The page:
Testing the Social Identity Model of Collective Action Longitudinally and Across Structurally Disadvantaged and Advantaged Groups

Emma F. Thomas, Elena Zubielevitch, Chris G. Sibley, Danny Osborne

Research output: Contribution to journalArticlepeer-review

83 Citations (Scopus)


Although the social identity model of collective action (SIMCA) demonstrates that identity, efficacy, and injustice are key correlates of collective action, longitudinal tests of these causal assumptions are absent from the literature. Moreover, most collective action research focuses on disadvantaged groups’ responses to injustice, with few studies examining what motivates advantaged groups to protest. We address these oversights using nationally representative longitudinal panel data to investigate SIMCA among members of disadvantaged (N = 2,574) and advantaged (N = 13,367) groups. As hypothesized, identity predicted increases in injustice, efficacy, and collective action support over time. In turn, injustice (but not efficacy) mediated the longitudinal association between identity and collective action support. Notably, results were largely consistent across disadvantaged and advantaged groups. Thus, we provide the first demonstration that identity temporally precedes collective action across objectively disadvantaged and advantaged groups, but identify complexities regarding the role of efficacy in protest.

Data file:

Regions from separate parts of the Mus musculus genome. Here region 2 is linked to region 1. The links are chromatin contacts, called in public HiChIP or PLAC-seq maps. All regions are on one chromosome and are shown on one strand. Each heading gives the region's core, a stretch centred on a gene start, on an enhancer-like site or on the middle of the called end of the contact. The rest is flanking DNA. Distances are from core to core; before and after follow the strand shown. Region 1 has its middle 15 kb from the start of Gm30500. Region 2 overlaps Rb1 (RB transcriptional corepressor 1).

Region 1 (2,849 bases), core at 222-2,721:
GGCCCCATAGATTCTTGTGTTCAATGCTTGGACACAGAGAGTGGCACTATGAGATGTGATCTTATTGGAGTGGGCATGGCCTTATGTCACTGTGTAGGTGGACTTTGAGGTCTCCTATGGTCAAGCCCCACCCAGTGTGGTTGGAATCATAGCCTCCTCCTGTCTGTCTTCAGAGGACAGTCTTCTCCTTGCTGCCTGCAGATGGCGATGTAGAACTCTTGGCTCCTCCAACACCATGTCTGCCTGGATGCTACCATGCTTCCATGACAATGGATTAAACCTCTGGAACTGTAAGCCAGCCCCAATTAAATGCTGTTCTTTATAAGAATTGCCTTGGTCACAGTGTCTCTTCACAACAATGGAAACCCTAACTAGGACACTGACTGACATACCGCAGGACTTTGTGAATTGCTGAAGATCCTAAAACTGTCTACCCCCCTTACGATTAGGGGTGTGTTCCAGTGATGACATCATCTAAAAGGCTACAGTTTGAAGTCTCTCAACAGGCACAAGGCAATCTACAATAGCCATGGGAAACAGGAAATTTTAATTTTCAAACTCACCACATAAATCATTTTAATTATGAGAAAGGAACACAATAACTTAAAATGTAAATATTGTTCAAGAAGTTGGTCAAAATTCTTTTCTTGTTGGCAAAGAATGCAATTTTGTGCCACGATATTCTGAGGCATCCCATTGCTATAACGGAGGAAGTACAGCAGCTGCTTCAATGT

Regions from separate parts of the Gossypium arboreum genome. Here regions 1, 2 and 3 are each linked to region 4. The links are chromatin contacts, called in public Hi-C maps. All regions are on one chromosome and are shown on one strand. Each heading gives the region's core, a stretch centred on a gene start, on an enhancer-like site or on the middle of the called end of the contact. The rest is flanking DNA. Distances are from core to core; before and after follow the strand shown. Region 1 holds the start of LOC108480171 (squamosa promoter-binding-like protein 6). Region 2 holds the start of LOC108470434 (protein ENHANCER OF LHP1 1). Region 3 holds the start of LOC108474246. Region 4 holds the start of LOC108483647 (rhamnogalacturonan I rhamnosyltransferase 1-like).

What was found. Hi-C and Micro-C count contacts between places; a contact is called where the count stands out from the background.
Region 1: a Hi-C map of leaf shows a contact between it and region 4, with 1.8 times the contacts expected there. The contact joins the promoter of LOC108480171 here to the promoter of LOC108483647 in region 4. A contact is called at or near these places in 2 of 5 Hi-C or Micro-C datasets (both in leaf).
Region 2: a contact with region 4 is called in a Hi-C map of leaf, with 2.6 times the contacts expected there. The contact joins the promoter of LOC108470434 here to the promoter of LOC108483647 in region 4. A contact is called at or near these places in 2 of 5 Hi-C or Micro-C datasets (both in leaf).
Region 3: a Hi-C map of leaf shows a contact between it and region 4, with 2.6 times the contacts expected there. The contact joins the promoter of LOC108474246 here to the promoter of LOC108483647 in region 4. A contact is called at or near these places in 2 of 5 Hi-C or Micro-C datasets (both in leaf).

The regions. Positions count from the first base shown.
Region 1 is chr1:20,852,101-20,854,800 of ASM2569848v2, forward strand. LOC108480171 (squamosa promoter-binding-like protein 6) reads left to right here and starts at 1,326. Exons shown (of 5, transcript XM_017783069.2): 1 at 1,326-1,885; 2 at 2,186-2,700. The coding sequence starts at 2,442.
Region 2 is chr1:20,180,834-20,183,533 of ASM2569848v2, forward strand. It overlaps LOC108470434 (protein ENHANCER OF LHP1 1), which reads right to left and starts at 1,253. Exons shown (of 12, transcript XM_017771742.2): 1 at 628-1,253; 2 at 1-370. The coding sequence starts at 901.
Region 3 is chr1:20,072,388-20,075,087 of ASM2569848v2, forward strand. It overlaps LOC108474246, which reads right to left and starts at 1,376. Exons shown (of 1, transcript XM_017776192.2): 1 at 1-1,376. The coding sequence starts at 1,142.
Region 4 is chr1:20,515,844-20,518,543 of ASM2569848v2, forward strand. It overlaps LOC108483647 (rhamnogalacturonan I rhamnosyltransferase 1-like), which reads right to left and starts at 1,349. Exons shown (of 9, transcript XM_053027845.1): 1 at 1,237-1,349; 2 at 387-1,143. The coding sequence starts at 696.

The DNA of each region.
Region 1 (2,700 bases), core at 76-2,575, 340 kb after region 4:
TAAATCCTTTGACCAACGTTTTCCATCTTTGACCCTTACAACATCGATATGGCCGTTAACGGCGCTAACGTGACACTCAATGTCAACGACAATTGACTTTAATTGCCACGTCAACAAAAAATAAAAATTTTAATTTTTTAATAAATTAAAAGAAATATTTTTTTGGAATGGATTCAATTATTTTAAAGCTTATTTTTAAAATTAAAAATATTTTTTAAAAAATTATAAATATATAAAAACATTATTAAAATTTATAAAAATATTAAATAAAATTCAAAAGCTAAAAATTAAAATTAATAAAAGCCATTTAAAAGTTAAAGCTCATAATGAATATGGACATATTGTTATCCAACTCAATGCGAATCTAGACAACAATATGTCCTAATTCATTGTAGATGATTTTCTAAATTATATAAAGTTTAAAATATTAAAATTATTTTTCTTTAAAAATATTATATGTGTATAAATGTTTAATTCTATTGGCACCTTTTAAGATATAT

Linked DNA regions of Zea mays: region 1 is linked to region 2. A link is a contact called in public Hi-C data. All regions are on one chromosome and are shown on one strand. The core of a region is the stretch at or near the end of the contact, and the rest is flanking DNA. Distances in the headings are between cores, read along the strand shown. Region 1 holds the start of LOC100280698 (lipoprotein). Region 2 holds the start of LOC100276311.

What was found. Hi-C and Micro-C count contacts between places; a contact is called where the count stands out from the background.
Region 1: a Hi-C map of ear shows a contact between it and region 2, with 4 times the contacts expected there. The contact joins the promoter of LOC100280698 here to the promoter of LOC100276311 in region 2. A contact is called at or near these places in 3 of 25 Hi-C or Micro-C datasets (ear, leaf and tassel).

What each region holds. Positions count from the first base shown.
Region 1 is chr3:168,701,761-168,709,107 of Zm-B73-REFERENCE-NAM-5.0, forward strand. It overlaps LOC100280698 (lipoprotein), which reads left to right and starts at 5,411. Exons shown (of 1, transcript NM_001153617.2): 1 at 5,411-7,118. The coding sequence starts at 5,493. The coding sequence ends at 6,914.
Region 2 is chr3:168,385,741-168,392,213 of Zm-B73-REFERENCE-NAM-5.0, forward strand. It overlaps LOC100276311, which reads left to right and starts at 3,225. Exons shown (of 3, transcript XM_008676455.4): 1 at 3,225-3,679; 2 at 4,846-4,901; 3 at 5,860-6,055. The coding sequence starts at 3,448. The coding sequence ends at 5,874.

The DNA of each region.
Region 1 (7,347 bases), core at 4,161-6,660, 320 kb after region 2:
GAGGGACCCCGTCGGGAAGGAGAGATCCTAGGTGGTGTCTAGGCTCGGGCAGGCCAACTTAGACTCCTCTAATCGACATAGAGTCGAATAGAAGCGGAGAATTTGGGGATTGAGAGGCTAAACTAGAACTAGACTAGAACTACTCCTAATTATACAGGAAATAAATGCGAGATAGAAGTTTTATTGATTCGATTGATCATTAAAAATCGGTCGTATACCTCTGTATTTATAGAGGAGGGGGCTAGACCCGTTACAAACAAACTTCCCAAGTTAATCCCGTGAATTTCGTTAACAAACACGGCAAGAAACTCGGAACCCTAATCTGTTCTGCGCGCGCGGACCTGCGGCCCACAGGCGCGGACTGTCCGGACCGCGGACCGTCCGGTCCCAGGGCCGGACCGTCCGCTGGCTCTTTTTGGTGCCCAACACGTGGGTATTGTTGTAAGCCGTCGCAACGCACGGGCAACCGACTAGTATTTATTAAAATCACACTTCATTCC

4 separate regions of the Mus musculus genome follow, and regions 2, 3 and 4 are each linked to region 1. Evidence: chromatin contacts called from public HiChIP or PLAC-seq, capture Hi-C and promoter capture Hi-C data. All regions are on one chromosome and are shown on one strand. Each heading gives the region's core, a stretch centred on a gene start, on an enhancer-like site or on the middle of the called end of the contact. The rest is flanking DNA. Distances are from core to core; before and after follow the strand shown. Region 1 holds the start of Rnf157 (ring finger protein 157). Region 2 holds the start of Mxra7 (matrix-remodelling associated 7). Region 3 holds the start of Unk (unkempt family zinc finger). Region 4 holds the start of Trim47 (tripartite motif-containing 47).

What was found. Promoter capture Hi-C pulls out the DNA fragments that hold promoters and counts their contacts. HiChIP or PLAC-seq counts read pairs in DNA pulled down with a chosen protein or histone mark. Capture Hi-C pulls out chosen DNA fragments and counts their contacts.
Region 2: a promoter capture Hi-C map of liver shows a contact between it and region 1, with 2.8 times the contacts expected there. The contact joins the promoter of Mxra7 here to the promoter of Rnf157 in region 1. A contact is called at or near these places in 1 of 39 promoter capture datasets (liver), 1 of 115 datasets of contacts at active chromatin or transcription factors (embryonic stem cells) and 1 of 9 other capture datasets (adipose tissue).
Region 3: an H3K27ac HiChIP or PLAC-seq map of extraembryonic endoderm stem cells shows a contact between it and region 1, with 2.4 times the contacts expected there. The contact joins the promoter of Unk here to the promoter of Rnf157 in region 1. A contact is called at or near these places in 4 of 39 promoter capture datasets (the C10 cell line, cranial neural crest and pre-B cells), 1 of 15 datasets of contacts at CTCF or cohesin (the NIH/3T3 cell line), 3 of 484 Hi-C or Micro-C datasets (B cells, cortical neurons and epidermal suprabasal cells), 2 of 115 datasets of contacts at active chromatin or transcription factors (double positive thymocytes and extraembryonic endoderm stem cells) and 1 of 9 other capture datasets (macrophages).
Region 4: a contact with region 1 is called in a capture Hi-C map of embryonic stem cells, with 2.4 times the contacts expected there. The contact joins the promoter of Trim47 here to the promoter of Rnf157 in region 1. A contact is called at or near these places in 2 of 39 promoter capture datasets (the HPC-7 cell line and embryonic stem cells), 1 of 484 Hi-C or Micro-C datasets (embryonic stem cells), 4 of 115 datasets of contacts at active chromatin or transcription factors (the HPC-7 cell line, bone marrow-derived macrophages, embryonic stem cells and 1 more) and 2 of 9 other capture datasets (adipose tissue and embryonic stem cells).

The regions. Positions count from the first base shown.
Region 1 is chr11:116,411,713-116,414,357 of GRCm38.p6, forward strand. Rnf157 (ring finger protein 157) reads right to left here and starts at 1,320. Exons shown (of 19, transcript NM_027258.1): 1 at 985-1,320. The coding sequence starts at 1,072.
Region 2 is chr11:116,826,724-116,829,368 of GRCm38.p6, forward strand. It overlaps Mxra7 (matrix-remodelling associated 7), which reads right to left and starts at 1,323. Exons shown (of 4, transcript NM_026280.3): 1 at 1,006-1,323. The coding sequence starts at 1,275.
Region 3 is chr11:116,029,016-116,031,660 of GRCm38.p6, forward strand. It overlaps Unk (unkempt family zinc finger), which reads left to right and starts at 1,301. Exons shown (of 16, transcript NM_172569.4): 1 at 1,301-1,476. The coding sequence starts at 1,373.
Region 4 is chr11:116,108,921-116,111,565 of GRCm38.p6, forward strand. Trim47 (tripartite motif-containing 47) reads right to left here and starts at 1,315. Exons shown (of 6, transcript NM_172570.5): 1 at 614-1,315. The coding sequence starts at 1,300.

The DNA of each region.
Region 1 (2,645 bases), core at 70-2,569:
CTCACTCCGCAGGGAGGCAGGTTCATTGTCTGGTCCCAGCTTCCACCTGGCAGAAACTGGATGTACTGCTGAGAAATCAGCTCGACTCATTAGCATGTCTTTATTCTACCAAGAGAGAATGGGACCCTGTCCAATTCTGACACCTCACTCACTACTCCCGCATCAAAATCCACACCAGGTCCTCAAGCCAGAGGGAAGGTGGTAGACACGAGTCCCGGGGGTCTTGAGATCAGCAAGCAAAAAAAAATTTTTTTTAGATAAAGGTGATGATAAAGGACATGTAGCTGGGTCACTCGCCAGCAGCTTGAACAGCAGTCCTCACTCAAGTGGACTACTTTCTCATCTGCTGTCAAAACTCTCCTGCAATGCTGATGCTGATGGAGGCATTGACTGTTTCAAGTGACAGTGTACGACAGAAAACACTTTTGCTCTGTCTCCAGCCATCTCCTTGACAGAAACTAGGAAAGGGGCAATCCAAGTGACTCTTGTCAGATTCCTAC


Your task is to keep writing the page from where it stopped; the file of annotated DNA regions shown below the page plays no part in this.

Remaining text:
Original languageEnglish
Pages (from-to)823-838
Number of pages16
JournalPersonality and Social Psychology Bulletin
Issue number6
Early online date19 Oct 2015
Publication statusPublished - 15 Oct 2019


  • collective action
  • injustice
  • longitudinal data
  • political efficacy
  • social identity theory

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